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Map a Network Drive on a Mac
How to Map a Network Drive / Server to Mac OS X
This method connects to and maps a network drive or network share that will disappear if the network connection drops, is disconnected, or if you reboot your Mac:
You can access the network share like any other folder at this point, so long as it’s maintained on the same network.
Map a network drive to Mac OS X that re-mounts after system reboot
This method allows you to reboot your Mac and have the mapped network drive / network share automatically connect and remount, appearing on the desktop of OS X or in the Finder sidebar. This is more persistent than the above method and is helpful for network shares you connect to frequently:
Your network drive will now be mapped and automatically remounted when you reboot your Mac. Keep in mind that if you leave the network where the mapped share is located, the drive/share will not automatically reconnect until that network is joined again, and the Mac is either rebooted or manually reconnected to the desired network share.
Nonetheless, the actual mounted network share works the same as usual, visible through Finder as a folder. You can also go to the Network window to see the connected shares.
Let’s go a step further and make the network share visible on the OS X Desktop, and learn an easy way to remap a drive with an alias.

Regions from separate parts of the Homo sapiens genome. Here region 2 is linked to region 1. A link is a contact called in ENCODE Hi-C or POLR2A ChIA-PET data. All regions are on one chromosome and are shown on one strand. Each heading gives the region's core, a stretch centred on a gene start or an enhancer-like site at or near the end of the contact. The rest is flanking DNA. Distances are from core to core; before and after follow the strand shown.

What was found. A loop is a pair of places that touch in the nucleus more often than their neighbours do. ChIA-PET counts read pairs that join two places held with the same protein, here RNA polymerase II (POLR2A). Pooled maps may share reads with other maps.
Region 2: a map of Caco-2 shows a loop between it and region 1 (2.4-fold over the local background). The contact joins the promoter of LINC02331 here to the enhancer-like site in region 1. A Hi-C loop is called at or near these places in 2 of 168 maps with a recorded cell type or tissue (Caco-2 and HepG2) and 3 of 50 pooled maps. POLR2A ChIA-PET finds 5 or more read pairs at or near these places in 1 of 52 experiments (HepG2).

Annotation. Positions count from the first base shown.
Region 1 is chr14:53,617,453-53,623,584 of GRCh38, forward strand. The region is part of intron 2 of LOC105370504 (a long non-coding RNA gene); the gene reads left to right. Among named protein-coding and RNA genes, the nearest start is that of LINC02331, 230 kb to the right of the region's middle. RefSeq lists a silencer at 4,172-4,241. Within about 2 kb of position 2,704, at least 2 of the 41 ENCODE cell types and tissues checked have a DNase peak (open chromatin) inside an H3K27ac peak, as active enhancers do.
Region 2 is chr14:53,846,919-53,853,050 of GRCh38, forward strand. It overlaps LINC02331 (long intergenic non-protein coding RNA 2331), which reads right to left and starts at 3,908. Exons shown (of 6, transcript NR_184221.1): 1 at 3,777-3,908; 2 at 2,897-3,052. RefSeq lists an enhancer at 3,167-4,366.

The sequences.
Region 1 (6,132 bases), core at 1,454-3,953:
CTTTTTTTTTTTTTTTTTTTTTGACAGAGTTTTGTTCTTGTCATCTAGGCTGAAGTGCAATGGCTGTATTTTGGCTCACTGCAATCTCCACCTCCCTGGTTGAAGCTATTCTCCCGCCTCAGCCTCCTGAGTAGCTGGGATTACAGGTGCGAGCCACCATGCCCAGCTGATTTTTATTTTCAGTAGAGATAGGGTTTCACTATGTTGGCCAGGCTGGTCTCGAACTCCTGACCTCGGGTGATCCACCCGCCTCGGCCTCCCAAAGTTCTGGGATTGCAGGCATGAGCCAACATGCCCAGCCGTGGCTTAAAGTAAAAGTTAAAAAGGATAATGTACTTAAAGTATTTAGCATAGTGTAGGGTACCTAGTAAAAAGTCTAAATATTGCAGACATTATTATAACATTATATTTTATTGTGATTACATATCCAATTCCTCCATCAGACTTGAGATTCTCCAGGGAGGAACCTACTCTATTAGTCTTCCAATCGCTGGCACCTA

How to Make the Mapped Network Drive Visible on the Mac Desktop
It’s possible that the mounted drive will not appear on the desktop due to a system setting. If you want the mapped drive icon to be visible on the Desktop, be sure to do the following additional steps:
Selecting the checkbox next to Connected Servers ensures that you’ll see the icon on your Mac Desktop, otherwise it will only be visible in the Finder window sidebars and Open/Savedialogues.
Remount a mapped network drive with a click in OS X
A great additional step for either method is to create an alias of the mapped network drive. This allows you to reconnect to the share with just a click. Here’s how to do this:
Now you can double-click that alias to reconnect to the network drive instantly.
If you’re having issues identifying a network item, sometimes refreshing the Network Finder window can help, or using Network Utility in OS X.
As you may have guessed, shared network volumes are treated differently by the OS than external drives and disk images, which is why this a different technique than what you use to mount an ISO in Mac OS X.